By Gustavo Arellano
By R. Scott Moxley
By Alfonso Delgado
By Courtney Hamilton
By Joel Beers
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By Charles Lam
By Charles Lam
While Thompson brought ibogaine into popular parlance, credit for discovering the drug’s medicinal potential is widely attributed to Howard Lotsof. A decade before the events that gave rise to Fear and Loathing, Lotsof was a junkie living in New York. Having bought some ibogaine for recreational use, Lotsof was astounded to find that when the hallucinogen wore off, he no longer craved heroin. Days passed, and he didn’t experience any of the excruciating withdrawal symptoms associated with kicking a dope habit.
Lotsof, who died earlier this year of liver cancer at age 66, devoted his life to making ibogaine available as an addiction treatment. He experienced a significant setback in 1967, when the U.S. government banned the drug, along with several other psychedelics. In 1970, officials categorized ibogaine as a Schedule I substance—on par with heroin, marijuana and other drugs that by definition have “a high potential for abuse” and “no currently accepted medical use.”
Eventually, Lotsof shifted his focus and began using ibogaine to treat heroin addicts at a rehab clinic in the Netherlands. In 1985, he obtained a U.S. patent for the use of ibogaine to treat substance abuse.
By the late ’80s, doctors and scientists were confirming what Lotsof knew: Ibogaine blocks cravings and withdrawal symptoms for many types of drugs, opiates in particular.
“Its effects are pretty dramatic,” says Dr. Kenneth Alper, an associate professor of psychiatry at New York University who specializes in addiction research. “I’ve observed this firsthand, and it’s difficult to account for.”
Dr. Stanley Glick, a pharmacologist and neuroscientist at Albany Medical College, was among the first researchers to test ibogaine on rats. Glick hooked up the rodents to IVs in cages with levers that allowed them to inject themselves with morphine.
“If the rats do it, you can be pretty sure that humans will abuse it if given the opportunity,” Glick explains. “It’s really the time-tested model of any human behavior.”
Strung-out rats dosed with ibogaine stopped pressing the lever that gave them morphine. Glick and other researchers have subsequently replicated the morphine results with other addictive drugs, including alcohol, nicotine, cocaine and methamphetamine.
In the early 1990s, Lotsof teamed with Dr. Deborah Mash, a neurologist and pharmacologist at the University of Miami, to study the effect of ibogaine on people. Mash was granted FDA approval to administer ibogaine in 1993 and was able to test the drug on eight people before the experiment came to an abrupt halt.
“I was unable to get it funded,” Mash says. “We had the rocket ship on the launch pad with no fuel.”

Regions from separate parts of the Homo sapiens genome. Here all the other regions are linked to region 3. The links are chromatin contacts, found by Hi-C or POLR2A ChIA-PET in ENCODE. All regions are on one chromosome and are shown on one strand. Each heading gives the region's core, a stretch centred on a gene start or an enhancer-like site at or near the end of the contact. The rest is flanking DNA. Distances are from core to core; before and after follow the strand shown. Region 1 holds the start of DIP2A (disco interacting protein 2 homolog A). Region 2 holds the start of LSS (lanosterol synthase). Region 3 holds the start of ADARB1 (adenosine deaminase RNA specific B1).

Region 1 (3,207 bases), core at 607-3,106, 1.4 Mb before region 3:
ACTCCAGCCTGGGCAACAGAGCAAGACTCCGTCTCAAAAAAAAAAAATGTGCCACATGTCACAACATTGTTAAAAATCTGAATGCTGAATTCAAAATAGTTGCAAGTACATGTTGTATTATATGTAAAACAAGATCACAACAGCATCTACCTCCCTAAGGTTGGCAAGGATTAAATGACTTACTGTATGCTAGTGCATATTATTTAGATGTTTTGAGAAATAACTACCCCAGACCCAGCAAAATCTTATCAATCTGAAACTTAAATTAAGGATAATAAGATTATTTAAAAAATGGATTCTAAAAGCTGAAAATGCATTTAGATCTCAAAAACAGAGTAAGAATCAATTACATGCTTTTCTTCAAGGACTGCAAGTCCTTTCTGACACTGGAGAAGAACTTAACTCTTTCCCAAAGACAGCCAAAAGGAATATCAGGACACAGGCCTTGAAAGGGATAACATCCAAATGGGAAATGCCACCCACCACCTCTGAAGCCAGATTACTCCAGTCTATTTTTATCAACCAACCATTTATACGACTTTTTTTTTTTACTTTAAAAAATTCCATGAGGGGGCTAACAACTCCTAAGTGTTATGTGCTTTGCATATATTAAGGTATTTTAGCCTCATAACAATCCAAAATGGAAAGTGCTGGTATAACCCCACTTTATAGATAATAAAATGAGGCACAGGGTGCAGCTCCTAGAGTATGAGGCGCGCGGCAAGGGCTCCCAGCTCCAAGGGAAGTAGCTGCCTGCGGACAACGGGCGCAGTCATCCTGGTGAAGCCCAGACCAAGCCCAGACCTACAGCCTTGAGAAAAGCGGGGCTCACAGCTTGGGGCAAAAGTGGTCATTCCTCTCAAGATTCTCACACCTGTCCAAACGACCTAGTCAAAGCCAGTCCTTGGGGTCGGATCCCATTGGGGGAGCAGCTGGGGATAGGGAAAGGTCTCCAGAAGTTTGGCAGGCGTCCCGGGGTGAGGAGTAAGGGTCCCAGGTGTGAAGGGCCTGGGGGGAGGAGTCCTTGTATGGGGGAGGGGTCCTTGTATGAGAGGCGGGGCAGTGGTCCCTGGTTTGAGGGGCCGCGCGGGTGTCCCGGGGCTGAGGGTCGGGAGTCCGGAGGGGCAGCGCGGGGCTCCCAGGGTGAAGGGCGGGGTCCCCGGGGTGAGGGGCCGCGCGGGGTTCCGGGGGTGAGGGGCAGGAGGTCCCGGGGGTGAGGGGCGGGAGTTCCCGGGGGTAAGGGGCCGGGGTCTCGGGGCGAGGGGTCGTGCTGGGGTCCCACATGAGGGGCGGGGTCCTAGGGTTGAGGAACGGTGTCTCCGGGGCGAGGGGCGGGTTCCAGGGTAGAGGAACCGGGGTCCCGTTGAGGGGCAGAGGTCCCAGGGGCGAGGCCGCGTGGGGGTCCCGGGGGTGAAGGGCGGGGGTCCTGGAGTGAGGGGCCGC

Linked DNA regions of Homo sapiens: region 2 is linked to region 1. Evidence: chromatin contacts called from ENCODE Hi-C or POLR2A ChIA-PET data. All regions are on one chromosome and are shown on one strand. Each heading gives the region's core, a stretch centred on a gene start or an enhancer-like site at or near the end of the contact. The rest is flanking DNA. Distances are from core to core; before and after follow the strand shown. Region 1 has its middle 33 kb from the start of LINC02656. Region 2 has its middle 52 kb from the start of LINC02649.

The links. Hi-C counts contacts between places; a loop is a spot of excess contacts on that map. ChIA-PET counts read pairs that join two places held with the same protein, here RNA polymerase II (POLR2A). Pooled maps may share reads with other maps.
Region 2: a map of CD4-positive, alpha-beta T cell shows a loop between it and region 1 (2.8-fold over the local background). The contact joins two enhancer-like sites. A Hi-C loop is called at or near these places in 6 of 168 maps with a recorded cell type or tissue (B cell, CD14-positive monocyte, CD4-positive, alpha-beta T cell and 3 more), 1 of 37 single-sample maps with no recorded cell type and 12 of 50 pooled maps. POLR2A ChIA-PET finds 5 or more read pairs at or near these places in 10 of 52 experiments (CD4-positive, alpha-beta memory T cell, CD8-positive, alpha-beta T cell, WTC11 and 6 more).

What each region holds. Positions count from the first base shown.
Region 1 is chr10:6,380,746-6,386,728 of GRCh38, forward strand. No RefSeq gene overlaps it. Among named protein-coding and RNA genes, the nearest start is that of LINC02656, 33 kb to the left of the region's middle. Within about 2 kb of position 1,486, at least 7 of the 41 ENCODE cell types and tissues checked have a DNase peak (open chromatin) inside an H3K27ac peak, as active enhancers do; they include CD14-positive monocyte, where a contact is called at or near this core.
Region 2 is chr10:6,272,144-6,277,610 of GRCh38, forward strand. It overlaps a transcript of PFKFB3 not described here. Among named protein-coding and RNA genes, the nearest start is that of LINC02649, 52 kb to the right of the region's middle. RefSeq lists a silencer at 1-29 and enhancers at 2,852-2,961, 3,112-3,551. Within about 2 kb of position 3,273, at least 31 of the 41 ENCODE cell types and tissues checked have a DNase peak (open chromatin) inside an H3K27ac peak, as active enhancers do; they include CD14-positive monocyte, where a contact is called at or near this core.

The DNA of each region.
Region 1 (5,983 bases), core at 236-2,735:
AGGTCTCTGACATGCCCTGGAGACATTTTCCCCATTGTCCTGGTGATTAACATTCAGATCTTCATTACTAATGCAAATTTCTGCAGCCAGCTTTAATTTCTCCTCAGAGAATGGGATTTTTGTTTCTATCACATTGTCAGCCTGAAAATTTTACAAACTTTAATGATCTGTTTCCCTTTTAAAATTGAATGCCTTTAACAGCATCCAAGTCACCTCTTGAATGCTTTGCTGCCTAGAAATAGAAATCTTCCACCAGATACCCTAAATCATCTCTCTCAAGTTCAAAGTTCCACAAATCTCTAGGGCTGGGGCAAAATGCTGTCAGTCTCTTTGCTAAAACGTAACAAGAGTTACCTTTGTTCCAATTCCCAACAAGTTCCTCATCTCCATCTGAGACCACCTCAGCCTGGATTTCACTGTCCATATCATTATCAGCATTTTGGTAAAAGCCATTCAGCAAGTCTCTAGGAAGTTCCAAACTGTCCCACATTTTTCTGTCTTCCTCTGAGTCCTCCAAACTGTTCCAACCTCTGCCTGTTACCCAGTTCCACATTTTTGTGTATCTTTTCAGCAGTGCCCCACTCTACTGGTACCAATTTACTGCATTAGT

A few months after the FDA gave Mash the green light, a committee of academics and pharmaceutical-industry professionals assembled by the National Institute on Drug Abuse (NIDA) concluded the U.S. government should not fund ibogaine research. Earlier that year, a researcher from Johns Hopkins University found that rats injected with massive doses of ibogaine suffered irreparable damage to the cerebellum, the part of the brain that controls balance and motor skills. According to Dr. Frank Vocci, former director of treatment research and development at NIDA, the fact that ibogaine increases the risk of seizures for people addicted to alcohol or benzodiazepines such as Valium raised eyebrows as well.
“The question that was posed to them was ‘Do you think this could be a project that could result in, essentially, a marketable product?’” Vocci recalls. “There was concern about brain damage, seizures and heart rate. But it wasn’t so much that the ultimate safety of the drug was being damned; it was just felt there were an awful lot of warts on this thing.”
Mash and Lotsof soon parted ways, on unfriendly terms. Lotsof sued his former colleague and the University of Miami in federal court in 1996, claiming her research had infringed on his patent. A judge eventually ruled in favor of Mash and her employer, absolving them of wrongdoing.
Lotsof went his own way, mentoring fellow former addicts who opened ibogaine rehab centers abroad. Mash opened a private clinic on the Caribbean island of St. Kitts and administered ibogaine to nearly 300 addicts. “It really works,” Mash says now. “If it didn’t work, I would have told the world it doesn’t work. I would have debunked it, and I would have been the most outspoken leader of the pack. That’s my scientific and professional credibility on the line.”
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Wilkins is one of Lotsof’s protégés. Born in South Africa and raised in Los Angeles, she got hooked on heroin at the age of 20 while majoring in Latin American studies and psychology at Cornell University. Drug use led to depression, and she dropped out her senior year. She’d been trying to get clean using methadone for eight and a half years when her younger sister learned about ibogaine via the Internet. Wilkins, then 30 years old and employed as bookkeeper, read up on the subject, started saving up and, in 2005, shelled out $3,200 for a session at the Ibogaine Association, a clinic in Tijuana.